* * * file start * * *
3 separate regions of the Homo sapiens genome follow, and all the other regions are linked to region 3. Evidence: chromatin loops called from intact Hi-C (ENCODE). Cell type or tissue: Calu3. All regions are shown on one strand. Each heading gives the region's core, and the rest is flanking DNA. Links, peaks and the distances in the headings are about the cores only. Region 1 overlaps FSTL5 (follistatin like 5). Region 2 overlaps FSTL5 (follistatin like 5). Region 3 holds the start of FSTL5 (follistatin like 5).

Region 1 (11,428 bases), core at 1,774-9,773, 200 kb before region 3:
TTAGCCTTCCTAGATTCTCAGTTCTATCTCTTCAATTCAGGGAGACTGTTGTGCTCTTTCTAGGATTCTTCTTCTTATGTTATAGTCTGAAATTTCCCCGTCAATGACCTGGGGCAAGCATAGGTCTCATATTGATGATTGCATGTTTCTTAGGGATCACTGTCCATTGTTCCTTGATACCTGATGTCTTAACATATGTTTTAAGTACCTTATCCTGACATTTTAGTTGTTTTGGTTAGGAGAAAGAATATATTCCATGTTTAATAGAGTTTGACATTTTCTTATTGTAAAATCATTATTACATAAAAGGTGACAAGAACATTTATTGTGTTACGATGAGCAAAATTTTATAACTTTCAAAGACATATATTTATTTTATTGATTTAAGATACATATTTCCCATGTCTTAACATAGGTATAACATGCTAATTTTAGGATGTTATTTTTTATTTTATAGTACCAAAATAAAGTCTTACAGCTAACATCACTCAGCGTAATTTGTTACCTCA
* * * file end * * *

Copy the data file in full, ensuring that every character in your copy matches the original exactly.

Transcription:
3 separate regions of the Homo sapiens genome follow, and all the other regions are linked to region 3. Evidence: chromatin loops called from intact Hi-C (ENCODE). Cell type or tissue: Calu3. All regions are shown on one strand. Each heading gives the region's core, and the rest is flanking DNA. Links, peaks and the distances in the headings are about the cores only. Region 1 overlaps FSTL5 (follistatin like 5). Region 2 overlaps FSTL5 (follistatin like 5). Region 3 holds the start of FSTL5 (follistatin like 5).

Region 1 (11,428 bases), core at 1,774-9,773, 200 kb before region 3:
TTAGCCTTCCTAGATTCTCAGTTCTATCTCTTCAATTCAGGGAGACTGTTGTGCTCTTTCTAGGATTCTTCTTCTTATGTTATAGTCTGAAATTTCCCCGTCAATGACCTGGGGCAAGCATAGGTCTCATATTGATGATTGCATGTTTCTTAGGGATCACTGTCCATTGTTCCTTGATACCTGATGTCTTAACATATGTTTTAAGTACCTTATCCTGACATTTTAGTTGTTTTGGTTAGGAGAAAGAATATATTCCATGTTTAATAGAGTTTGACATTTTCTTATTGTAAAATCATTATTACATAAAAGGTGACAAGAACATTTATTGTGTTACGATGAGCAAAATTTTATAACTTTCAAAGACATATATTTATTTTATTGATTTAAGATACATATTTCCCATGTCTTAACATAGGTATAACATGCTAATTTTAGGATGTTATTTTTTATTTTATAGTACCAAAATAAAGTCTTACAGCTAACATCACTCAGCGTAATTTGTTACCTCA